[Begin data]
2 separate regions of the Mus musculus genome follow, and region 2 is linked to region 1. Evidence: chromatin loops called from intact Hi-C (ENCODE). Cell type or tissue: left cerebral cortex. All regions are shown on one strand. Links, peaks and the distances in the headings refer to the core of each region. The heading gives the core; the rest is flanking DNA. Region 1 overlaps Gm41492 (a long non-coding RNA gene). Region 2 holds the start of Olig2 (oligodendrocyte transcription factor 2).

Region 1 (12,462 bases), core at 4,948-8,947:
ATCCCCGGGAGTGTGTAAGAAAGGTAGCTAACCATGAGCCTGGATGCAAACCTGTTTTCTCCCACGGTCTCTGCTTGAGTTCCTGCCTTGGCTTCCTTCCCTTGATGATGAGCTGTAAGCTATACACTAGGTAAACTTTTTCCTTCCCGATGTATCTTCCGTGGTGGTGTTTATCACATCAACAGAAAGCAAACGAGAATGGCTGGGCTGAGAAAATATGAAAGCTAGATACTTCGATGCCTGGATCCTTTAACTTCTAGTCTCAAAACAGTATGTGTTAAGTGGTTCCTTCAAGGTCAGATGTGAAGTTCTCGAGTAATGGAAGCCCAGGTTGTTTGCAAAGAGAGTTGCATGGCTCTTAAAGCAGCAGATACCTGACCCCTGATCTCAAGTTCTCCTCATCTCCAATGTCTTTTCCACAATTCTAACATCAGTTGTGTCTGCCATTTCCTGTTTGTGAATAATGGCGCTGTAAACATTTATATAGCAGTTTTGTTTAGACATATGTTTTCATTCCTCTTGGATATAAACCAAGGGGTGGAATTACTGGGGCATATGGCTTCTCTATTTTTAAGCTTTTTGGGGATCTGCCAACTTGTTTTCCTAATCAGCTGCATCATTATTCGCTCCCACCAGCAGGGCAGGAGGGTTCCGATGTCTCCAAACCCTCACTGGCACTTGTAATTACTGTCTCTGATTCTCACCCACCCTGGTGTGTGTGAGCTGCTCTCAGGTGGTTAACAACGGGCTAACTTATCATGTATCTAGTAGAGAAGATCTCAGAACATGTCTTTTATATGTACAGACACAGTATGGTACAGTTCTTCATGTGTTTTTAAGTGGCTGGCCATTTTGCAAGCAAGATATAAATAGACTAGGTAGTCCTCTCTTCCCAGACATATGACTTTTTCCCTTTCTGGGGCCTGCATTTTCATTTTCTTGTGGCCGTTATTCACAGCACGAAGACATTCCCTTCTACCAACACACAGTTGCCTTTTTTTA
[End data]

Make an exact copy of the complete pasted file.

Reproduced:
2 separate regions of the Mus musculus genome follow, and region 2 is linked to region 1. Evidence: chromatin loops called from intact Hi-C (ENCODE). Cell type or tissue: left cerebral cortex. All regions are shown on one strand. Links, peaks and the distances in the headings refer to the core of each region. The heading gives the core; the rest is flanking DNA. Region 1 overlaps Gm41492 (a long non-coding RNA gene). Region 2 holds the start of Olig2 (oligodendrocyte transcription factor 2).

Region 1 (12,462 bases), core at 4,948-8,947:
ATCCCCGGGAGTGTGTAAGAAAGGTAGCTAACCATGAGCCTGGATGCAAACCTGTTTTCTCCCACGGTCTCTGCTTGAGTTCCTGCCTTGGCTTCCTTCCCTTGATGATGAGCTGTAAGCTATACACTAGGTAAACTTTTTCCTTCCCGATGTATCTTCCGTGGTGGTGTTTATCACATCAACAGAAAGCAAACGAGAATGGCTGGGCTGAGAAAATATGAAAGCTAGATACTTCGATGCCTGGATCCTTTAACTTCTAGTCTCAAAACAGTATGTGTTAAGTGGTTCCTTCAAGGTCAGATGTGAAGTTCTCGAGTAATGGAAGCCCAGGTTGTTTGCAAAGAGAGTTGCATGGCTCTTAAAGCAGCAGATACCTGACCCCTGATCTCAAGTTCTCCTCATCTCCAATGTCTTTTCCACAATTCTAACATCAGTTGTGTCTGCCATTTCCTGTTTGTGAATAATGGCGCTGTAAACATTTATATAGCAGTTTTGTTTAGACATATGTTTTCATTCCTCTTGGATATAAACCAAGGGGTGGAATTACTGGGGCATATGGCTTCTCTATTTTTAAGCTTTTTGGGGATCTGCCAACTTGTTTTCCTAATCAGCTGCATCATTATTCGCTCCCACCAGCAGGGCAGGAGGGTTCCGATGTCTCCAAACCCTCACTGGCACTTGTAATTACTGTCTCTGATTCTCACCCACCCTGGTGTGTGTGAGCTGCTCTCAGGTGGTTAACAACGGGCTAACTTATCATGTATCTAGTAGAGAAGATCTCAGAACATGTCTTTTATATGTACAGACACAGTATGGTACAGTTCTTCATGTGTTTTTAAGTGGCTGGCCATTTTGCAAGCAAGATATAAATAGACTAGGTAGTCCTCTCTTCCCAGACATATGACTTTTTCCCTTTCTGGGGCCTGCATTTTCATTTTCTTGTGGCCGTTATTCACAGCACGAAGACATTCCCTTCTACCAACACACAGTTGCCTTTTTTTA